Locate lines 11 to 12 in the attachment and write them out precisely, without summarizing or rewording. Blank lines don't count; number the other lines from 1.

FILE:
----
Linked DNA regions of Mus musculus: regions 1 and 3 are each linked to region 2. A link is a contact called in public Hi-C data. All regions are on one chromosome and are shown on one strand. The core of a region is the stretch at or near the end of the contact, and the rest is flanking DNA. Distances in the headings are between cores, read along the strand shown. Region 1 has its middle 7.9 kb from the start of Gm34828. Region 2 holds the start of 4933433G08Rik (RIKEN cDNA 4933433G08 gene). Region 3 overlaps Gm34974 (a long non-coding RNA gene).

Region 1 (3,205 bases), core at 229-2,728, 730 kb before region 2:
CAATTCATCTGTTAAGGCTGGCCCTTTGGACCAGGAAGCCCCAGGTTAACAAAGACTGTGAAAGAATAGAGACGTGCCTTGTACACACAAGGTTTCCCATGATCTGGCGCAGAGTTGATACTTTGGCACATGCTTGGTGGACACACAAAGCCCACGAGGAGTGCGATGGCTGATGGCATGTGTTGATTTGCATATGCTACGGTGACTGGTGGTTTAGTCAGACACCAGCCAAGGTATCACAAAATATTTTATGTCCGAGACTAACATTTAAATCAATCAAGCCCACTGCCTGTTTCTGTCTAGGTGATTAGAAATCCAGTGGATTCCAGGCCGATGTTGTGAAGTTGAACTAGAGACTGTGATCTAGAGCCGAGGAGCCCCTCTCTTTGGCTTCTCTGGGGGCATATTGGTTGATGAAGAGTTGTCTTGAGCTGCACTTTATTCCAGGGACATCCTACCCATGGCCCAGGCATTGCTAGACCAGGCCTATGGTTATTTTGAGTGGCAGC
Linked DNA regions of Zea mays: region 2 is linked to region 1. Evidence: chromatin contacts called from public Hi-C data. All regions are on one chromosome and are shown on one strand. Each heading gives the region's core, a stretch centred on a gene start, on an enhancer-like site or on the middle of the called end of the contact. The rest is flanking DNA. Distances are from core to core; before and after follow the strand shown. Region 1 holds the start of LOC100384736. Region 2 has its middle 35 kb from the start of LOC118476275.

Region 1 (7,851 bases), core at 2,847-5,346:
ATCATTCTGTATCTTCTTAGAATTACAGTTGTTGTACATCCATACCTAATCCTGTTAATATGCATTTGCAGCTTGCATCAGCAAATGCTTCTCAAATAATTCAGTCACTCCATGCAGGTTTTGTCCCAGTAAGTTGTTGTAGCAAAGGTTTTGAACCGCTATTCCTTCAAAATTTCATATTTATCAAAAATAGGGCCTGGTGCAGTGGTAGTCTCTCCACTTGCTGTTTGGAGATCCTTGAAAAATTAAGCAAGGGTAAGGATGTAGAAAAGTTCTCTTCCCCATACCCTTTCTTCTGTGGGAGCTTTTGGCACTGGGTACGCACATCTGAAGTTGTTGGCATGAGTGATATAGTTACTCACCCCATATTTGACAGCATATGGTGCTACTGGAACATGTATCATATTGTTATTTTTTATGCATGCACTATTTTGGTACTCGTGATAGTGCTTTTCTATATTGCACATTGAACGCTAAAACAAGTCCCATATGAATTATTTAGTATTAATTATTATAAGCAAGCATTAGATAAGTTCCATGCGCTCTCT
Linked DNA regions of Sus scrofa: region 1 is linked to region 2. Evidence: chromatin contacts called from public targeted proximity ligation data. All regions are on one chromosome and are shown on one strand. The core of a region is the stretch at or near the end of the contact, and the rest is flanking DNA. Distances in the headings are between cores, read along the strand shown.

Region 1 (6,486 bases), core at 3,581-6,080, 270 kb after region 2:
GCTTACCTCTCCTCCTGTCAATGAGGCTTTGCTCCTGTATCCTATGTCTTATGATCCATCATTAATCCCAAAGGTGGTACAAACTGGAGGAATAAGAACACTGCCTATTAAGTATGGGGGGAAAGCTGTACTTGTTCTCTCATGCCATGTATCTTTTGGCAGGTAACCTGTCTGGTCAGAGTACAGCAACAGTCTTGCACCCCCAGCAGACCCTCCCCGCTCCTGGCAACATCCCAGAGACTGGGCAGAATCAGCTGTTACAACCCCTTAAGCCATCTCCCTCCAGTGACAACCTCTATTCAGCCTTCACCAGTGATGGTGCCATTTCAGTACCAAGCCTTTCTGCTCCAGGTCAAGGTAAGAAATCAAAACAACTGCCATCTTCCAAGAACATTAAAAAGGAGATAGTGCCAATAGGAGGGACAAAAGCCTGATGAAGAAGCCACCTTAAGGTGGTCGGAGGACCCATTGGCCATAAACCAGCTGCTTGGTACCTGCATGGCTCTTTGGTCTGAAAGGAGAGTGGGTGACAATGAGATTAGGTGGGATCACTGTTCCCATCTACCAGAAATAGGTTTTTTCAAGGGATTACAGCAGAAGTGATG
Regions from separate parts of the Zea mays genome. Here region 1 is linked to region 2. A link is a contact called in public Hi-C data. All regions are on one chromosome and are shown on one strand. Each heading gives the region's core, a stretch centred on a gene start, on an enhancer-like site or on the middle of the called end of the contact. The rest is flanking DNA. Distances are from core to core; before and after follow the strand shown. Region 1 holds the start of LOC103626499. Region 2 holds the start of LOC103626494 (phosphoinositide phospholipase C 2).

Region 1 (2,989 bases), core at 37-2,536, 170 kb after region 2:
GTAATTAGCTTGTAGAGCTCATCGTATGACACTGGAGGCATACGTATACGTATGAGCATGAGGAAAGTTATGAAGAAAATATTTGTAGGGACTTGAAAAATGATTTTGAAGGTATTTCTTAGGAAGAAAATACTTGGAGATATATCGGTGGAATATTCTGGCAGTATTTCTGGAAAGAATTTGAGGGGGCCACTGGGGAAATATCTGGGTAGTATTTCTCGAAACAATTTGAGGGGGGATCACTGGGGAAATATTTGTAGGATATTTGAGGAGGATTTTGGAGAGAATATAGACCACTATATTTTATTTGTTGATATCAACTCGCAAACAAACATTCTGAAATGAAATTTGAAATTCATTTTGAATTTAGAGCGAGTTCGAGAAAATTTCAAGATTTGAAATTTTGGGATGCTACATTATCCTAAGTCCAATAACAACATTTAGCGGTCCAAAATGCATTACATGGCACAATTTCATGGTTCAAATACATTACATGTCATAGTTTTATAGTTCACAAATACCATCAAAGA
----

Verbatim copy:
Region 1 (2,989 bases), core at 37-2,536, 170 kb after region 2:
GTAATTAGCTTGTAGAGCTCATCGTATGACACTGGAGGCATACGTATACGTATGAGCATGAGGAAAGTTATGAAGAAAATATTTGTAGGGACTTGAAAAATGATTTTGAAGGTATTTCTTAGGAAGAAAATACTTGGAGATATATCGGTGGAATATTCTGGCAGTATTTCTGGAAAGAATTTGAGGGGGCCACTGGGGAAATATCTGGGTAGTATTTCTCGAAACAATTTGAGGGGGGATCACTGGGGAAATATTTGTAGGATATTTGAGGAGGATTTTGGAGAGAATATAGACCACTATATTTTATTTGTTGATATCAACTCGCAAACAAACATTCTGAAATGAAATTTGAAATTCATTTTGAATTTAGAGCGAGTTCGAGAAAATTTCAAGATTTGAAATTTTGGGATGCTACATTATCCTAAGTCCAATAACAACATTTAGCGGTCCAAAATGCATTACATGGCACAATTTCATGGTTCAAATACATTACATGTCATAGTTTTATAGTTCACAAATACCATCAAAGA